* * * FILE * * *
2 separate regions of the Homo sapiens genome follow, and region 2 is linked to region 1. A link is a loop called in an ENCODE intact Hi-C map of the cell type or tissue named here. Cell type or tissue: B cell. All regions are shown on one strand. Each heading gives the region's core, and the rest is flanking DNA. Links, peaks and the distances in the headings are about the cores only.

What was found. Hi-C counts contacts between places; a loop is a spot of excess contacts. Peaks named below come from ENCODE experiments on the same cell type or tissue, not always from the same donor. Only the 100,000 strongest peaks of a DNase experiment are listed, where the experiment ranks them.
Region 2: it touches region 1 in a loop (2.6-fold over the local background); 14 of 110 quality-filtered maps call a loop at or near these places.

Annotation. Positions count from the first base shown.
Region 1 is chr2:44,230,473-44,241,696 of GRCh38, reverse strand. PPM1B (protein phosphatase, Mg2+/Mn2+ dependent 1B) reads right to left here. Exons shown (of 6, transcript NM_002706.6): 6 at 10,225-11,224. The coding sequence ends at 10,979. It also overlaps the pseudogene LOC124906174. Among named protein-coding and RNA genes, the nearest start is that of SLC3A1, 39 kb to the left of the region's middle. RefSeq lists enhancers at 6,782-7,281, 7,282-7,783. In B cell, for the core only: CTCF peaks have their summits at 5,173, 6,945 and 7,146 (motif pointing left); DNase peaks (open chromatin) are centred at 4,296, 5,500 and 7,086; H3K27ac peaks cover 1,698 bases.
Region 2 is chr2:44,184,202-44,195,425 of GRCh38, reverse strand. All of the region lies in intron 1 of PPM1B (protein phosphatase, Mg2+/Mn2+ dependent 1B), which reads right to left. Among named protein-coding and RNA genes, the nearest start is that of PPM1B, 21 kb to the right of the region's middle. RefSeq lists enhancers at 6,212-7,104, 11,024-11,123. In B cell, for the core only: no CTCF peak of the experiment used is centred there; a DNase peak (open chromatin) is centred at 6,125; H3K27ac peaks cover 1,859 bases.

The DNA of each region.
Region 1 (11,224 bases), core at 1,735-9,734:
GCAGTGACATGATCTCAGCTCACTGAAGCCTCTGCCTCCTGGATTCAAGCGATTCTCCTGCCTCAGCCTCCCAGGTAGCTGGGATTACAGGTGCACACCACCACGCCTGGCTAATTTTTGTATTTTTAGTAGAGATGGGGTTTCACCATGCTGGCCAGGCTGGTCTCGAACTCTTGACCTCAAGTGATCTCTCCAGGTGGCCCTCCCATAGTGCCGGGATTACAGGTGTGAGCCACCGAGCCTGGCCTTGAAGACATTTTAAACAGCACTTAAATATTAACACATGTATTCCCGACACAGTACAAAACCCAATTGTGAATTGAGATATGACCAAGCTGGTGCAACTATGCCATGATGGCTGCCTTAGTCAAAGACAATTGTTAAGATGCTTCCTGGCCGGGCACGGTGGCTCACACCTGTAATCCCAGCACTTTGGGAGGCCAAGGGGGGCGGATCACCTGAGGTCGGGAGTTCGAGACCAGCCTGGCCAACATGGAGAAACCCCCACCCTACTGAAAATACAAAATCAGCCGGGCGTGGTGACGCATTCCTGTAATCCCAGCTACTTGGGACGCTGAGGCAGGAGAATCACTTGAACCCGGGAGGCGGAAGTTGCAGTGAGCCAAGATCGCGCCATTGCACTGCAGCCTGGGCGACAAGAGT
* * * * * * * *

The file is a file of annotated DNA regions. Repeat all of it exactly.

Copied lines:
2 separate regions of the Homo sapiens genome follow, and region 2 is linked to region 1. A link is a loop called in an ENCODE intact Hi-C map of the cell type or tissue named here. Cell type or tissue: B cell. All regions are shown on one strand. Each heading gives the region's core, and the rest is flanking DNA. Links, peaks and the distances in the headings are about the cores only.

What was found. Hi-C counts contacts between places; a loop is a spot of excess contacts. Peaks named below come from ENCODE experiments on the same cell type or tissue, not always from the same donor. Only the 100,000 strongest peaks of a DNase experiment are listed, where the experiment ranks them.
Region 2: it touches region 1 in a loop (2.6-fold over the local background); 14 of 110 quality-filtered maps call a loop at or near these places.

Annotation. Positions count from the first base shown.
Region 1 is chr2:44,230,473-44,241,696 of GRCh38, reverse strand. PPM1B (protein phosphatase, Mg2+/Mn2+ dependent 1B) reads right to left here. Exons shown (of 6, transcript NM_002706.6): 6 at 10,225-11,224. The coding sequence ends at 10,979. It also overlaps the pseudogene LOC124906174. Among named protein-coding and RNA genes, the nearest start is that of SLC3A1, 39 kb to the left of the region's middle. RefSeq lists enhancers at 6,782-7,281, 7,282-7,783. In B cell, for the core only: CTCF peaks have their summits at 5,173, 6,945 and 7,146 (motif pointing left); DNase peaks (open chromatin) are centred at 4,296, 5,500 and 7,086; H3K27ac peaks cover 1,698 bases.
Region 2 is chr2:44,184,202-44,195,425 of GRCh38, reverse strand. All of the region lies in intron 1 of PPM1B (protein phosphatase, Mg2+/Mn2+ dependent 1B), which reads right to left. Among named protein-coding and RNA genes, the nearest start is that of PPM1B, 21 kb to the right of the region's middle. RefSeq lists enhancers at 6,212-7,104, 11,024-11,123. In B cell, for the core only: no CTCF peak of the experiment used is centred there; a DNase peak (open chromatin) is centred at 6,125; H3K27ac peaks cover 1,859 bases.

The DNA of each region.
Region 1 (11,224 bases), core at 1,735-9,734:
GCAGTGACATGATCTCAGCTCACTGAAGCCTCTGCCTCCTGGATTCAAGCGATTCTCCTGCCTCAGCCTCCCAGGTAGCTGGGATTACAGGTGCACACCACCACGCCTGGCTAATTTTTGTATTTTTAGTAGAGATGGGGTTTCACCATGCTGGCCAGGCTGGTCTCGAACTCTTGACCTCAAGTGATCTCTCCAGGTGGCCCTCCCATAGTGCCGGGATTACAGGTGTGAGCCACCGAGCCTGGCCTTGAAGACATTTTAAACAGCACTTAAATATTAACACATGTATTCCCGACACAGTACAAAACCCAATTGTGAATTGAGATATGACCAAGCTGGTGCAACTATGCCATGATGGCTGCCTTAGTCAAAGACAATTGTTAAGATGCTTCCTGGCCGGGCACGGTGGCTCACACCTGTAATCCCAGCACTTTGGGAGGCCAAGGGGGGCGGATCACCTGAGGTCGGGAGTTCGAGACCAGCCTGGCCAACATGGAGAAACCCCCACCCTACTGAAAATACAAAATCAGCCGGGCGTGGTGACGCATTCCTGTAATCCCAGCTACTTGGGACGCTGAGGCAGGAGAATCACTTGAACCCGGGAGGCGGAAGTTGCAGTGAGCCAAGATCGCGCCATTGCACTGCAGCCTGGGCGACAAGAGT